I met my husband, Peter; at 21 and by 23 we were married with a precious baby girl of our own. They are the loves of my life.
When my daughter was about to turn the age I was when I was abused, I became deeply depressed. I learned this is not uncommon, but admitting I needed help felt like I had some how lost a battle with my abuser. Asking for the help I desperately needed would not be easy.
I spent most of my thirties excavating my soul from what seemed like the rubble of my childhood. During this time my artwork was a great blessing and a big part of my healing. I was able to give voice to the pain that had been buried within.
The monk, Thomas Merton, said "Art enables us to lose ourselves and find ourselves at the same time".
Violence and violations in their many forms do more than mark the body and the mind they rob one of trust. Not just the trust of others but trust of your own value and worth as a human being; trust of your own mind, body and intuition. But there comes a time when the yearning for wholeness exceeds the familiarity of despair and you ask… have I suffered enough?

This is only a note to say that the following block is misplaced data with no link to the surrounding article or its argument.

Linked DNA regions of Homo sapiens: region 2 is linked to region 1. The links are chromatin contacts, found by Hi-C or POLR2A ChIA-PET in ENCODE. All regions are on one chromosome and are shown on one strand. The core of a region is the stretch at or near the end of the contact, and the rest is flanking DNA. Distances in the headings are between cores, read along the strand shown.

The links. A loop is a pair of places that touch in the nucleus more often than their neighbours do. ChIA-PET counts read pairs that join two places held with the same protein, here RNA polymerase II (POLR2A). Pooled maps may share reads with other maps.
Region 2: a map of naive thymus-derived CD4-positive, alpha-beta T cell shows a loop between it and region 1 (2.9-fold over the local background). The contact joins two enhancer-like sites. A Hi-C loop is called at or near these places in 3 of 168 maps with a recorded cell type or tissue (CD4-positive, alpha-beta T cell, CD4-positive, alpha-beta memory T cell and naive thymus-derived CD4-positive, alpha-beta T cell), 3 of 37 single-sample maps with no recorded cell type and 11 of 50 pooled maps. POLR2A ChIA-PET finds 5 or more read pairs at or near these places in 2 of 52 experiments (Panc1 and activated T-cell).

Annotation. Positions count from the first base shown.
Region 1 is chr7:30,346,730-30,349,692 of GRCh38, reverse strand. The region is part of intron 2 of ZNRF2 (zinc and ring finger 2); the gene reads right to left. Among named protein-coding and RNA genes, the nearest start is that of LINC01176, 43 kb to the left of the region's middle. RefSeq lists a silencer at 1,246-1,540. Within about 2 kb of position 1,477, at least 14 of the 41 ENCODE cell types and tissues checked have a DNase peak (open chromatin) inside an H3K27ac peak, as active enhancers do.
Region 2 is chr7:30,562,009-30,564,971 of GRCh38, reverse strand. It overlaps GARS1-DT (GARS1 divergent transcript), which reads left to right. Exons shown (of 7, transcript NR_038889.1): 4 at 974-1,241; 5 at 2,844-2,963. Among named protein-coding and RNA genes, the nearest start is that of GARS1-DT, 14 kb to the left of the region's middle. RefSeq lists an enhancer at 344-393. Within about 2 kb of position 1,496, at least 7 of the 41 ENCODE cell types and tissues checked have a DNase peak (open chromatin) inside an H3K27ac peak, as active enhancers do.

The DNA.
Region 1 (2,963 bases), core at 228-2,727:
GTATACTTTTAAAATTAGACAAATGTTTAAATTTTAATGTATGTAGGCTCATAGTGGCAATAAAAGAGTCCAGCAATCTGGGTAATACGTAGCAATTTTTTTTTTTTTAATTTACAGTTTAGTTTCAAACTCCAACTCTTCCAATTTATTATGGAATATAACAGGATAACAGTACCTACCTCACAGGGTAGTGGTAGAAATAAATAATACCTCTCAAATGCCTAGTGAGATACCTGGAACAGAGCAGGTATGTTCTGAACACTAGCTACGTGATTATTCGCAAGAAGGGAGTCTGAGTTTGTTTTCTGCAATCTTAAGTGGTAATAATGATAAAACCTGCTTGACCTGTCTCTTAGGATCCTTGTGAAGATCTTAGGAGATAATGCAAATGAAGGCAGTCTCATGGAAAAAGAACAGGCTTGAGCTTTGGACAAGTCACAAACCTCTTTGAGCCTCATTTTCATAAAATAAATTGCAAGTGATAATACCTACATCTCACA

During my first visit to my therapist he told me “You won’t believe this now, but a time will come that you will find a gift in this”. He was correct on both accounts. My heart feels whole and full of love. I trust people again; I trust my intuition about people and I now know I am worthy of love and respect.
I have discovered on my journey that the power of art to serve healing is a phenomenal tool. Whether it’s emotional, physical or spiritual healing, it helps.